These days it seems like everyone feels entitled to their opinion about how other people parent. Everyone. Especially about what and how parents feed their kids. From the time you're pregnant, and strangers ask you if you plan to breastfeed your baby to the toddler years, to the school-age years when you struggle to get your kids to touch anything other than mac 'n cheese, let alone a vegetable. It's time for people to mind their own damn business, as there are so many things you can do instead of critiquing a mom on how she feeds her kid. Why? Because, being a mom is freaking hard, people are allowed to make different choices from you, and, frankly, your opinion isn't welcome or valid.
I've heard all kinds of criticisms. I've been lectured by a stranger in the formula aisle at Target about the supposed "dangers" of formula and GMOs. (Spoiler alert: there are none.) What this person didn't know is that I was not making enough breast milk, my baby was sick, and I already felt suicidally guilty about breastfeeding not working out, mostly because of judgment from strangers like her. Ironically, I've also been told to cover up or go to another room, while breastfeeding, because I made other people (including my now ex brother-in-law) uncomfortable. Nope. If you are uncomfortable with how I feed my baby, you leave the room.
Then there was the time that the person in line behind me in the grocery store check out lane decided to tells me how many grams of sugar there are in Lucky Charms. "Oh really? I thought the cereal with marshmallows was health food. Thank you so much for telling me." And, don't even get me started on the nasty comments I have heard when people find out that our family is vegetarian. "But, what do you eat?" The answer: pretty much everything that's not meat.
Unfortunately, I can't go back in time and give nosy people some unsolicited advice of my own, but the next time you think about commenting about what or how a mom feeds her kids, consider one of these options instead:
Respect Their Choices
Instead of judging a mom for how she feeds her kid, why don't you try commiserating about how hard parenting is, instead? We're all just doing the best we can, and everyone has a right to make their own choices about how to feed their kids, based on their values, culture, food traditions, lifestyle, ability, income, access, and desires. As long as they are feeding their kids, it's not appropriate to say anything, even if they make different choices.
Offer Encouragement, Not "Education"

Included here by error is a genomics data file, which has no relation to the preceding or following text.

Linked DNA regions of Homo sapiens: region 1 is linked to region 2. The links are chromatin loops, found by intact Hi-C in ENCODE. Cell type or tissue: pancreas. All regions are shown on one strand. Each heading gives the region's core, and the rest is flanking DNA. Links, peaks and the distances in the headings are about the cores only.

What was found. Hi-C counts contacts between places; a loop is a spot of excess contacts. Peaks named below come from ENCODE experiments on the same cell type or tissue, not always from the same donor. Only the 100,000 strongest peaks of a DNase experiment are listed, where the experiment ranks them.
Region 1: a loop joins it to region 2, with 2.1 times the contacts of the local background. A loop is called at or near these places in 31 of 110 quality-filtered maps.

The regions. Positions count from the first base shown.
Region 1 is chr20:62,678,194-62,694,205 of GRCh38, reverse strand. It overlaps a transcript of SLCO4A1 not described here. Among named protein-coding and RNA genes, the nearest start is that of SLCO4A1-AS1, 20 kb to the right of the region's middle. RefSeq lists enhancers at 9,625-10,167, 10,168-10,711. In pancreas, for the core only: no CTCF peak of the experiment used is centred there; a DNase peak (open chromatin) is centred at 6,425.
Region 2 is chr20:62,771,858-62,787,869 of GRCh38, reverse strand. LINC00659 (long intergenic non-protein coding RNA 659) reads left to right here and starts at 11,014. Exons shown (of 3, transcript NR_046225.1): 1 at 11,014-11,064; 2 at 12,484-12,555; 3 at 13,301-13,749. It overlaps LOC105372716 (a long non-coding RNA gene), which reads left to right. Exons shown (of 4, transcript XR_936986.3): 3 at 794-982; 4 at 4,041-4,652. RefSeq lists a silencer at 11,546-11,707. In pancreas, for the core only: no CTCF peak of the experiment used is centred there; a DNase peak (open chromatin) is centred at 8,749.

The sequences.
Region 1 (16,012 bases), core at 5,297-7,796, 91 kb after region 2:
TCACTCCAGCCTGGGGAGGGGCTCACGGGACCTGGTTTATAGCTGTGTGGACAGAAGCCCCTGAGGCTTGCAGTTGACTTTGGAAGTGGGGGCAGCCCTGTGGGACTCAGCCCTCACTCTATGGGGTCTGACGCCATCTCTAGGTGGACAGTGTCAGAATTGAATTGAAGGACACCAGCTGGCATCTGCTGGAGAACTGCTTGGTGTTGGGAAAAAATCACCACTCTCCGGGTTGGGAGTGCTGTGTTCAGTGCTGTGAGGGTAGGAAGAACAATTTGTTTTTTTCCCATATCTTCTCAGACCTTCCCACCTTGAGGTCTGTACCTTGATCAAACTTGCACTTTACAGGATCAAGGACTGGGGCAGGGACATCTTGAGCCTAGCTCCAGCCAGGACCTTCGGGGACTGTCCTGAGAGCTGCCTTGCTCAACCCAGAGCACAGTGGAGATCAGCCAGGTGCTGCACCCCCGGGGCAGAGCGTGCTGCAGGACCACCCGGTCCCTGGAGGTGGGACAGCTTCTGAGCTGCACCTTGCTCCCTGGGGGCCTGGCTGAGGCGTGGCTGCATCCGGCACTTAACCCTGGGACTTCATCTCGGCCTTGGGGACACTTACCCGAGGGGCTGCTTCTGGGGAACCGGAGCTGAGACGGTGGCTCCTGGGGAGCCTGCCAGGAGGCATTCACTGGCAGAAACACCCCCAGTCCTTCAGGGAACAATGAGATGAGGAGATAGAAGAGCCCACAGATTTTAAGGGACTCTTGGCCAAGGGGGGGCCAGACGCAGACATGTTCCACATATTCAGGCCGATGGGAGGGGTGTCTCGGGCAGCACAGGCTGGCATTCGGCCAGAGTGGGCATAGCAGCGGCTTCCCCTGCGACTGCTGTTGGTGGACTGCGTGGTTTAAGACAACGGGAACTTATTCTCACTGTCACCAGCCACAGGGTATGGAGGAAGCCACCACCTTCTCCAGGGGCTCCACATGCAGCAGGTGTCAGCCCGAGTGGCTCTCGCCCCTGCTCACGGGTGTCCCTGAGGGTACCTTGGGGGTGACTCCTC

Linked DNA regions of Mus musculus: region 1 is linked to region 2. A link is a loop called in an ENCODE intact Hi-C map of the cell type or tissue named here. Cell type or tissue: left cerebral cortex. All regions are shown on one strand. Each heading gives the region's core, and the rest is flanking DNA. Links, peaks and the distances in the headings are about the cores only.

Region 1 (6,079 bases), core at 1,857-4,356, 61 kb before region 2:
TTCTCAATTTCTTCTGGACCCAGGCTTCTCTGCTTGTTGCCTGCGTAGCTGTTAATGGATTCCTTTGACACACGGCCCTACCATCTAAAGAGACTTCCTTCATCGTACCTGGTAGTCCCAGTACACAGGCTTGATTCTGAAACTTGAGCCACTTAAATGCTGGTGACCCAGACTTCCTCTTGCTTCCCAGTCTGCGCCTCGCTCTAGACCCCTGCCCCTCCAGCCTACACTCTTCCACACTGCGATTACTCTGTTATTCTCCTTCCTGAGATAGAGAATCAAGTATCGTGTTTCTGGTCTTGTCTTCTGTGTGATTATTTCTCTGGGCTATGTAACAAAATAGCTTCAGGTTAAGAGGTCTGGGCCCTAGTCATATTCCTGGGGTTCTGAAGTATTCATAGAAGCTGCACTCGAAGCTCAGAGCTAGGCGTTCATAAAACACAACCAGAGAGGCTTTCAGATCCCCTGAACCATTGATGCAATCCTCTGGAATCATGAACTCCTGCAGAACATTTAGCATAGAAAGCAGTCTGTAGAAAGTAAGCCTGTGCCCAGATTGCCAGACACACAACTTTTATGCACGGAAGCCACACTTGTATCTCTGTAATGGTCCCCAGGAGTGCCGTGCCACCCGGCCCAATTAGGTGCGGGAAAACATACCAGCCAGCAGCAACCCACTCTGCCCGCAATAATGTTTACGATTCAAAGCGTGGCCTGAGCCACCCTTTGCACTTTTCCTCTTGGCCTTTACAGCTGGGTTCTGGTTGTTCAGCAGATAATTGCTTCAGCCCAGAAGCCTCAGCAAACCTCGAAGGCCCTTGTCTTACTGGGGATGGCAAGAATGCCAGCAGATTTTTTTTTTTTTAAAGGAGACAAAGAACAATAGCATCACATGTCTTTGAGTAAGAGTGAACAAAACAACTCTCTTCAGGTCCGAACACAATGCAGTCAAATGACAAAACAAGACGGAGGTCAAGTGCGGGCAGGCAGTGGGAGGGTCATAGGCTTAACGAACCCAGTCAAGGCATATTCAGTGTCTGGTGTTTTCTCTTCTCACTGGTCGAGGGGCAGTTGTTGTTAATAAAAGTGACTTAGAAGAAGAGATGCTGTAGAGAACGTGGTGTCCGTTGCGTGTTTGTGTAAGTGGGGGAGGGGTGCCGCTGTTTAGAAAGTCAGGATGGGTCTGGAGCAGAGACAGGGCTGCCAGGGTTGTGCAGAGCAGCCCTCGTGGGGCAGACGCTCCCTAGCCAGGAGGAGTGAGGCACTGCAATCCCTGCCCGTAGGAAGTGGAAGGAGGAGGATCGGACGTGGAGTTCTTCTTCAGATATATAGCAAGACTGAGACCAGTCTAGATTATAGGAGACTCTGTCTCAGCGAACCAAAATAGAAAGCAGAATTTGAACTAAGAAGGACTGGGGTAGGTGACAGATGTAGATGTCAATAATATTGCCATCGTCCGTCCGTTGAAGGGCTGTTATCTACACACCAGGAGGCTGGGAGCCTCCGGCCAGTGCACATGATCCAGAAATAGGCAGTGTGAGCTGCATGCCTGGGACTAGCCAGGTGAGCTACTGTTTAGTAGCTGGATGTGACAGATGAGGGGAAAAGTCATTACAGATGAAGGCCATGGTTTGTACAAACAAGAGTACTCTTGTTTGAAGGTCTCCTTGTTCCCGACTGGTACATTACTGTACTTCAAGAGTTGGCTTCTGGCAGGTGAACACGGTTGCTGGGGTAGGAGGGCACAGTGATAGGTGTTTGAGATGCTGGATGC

If you have a friend for whom breastfeeding isn't working out or who *gasp* chose to formula-feed their baby, try to not ask them how hard they tried, imply that they did the wrong thing, or tell them they should try again. Seriously, don't. Instead, offer to give their baby a bottle so they can get some damn sleep, or ask them how they are coping with new parenthood.
Ask If They Want Your Advice
They probably don't, but if they do, this gives them an opportunity to get help without having to reach out and say they are struggling. Whether it's information on how to increase breast milk supply, which formula to choose, or how to get their toddler to touch a vegetable, try not to offer unsolicited advice before you know it's welcome.
If they do want your advice, offer solutions and not just criticism. If you are an experienced mom, you might have some great ideas, so share them. Nobody wants to hear you brag about how your kids once only ate chicken nuggets, but now will eat anything you serve or how you can make kale taste like nachos (lies), unless you are willing to share your secrets.
What we eat is personal and often connected to our culture, values, and family traditions. I would love to tell you why our family is vegetarian and share our favorite recipes. That is, with people who respect our choices and lifestyle.
Offer To Help
The only thing you should say to a mom who is struggling is, "How can I help?" Don't judge her for another night of take-out but, instead, offer to cook. Don't criticize her choice to feed her baby formula, instead bring them a can of formula, because new babies are freaking expensive and they probably could use formula over more swaddling blankets (seriously, I have like 50 of them).
Try Things Their Way
Read Up On Science
Seriously. Formula is nutritious. GMOs are safe. Organic food is expensive and well-marketed. Vegetarians can get enough protein. Most people can eat gluten. Everything is a chemical. Literally.
Say Nothing At All
Repeat after me, "Not my circus, not my monkeys." Also, none of your business if those monkeys eat bananas, bread, formula, breast milk, fast food, or nothing but cereal with marshmallows. Their mom doesn't need your advice.
Say "Good Job"
Being a mom is freaking hard. Just say, "Good job, mom, for feeding those kids." Period.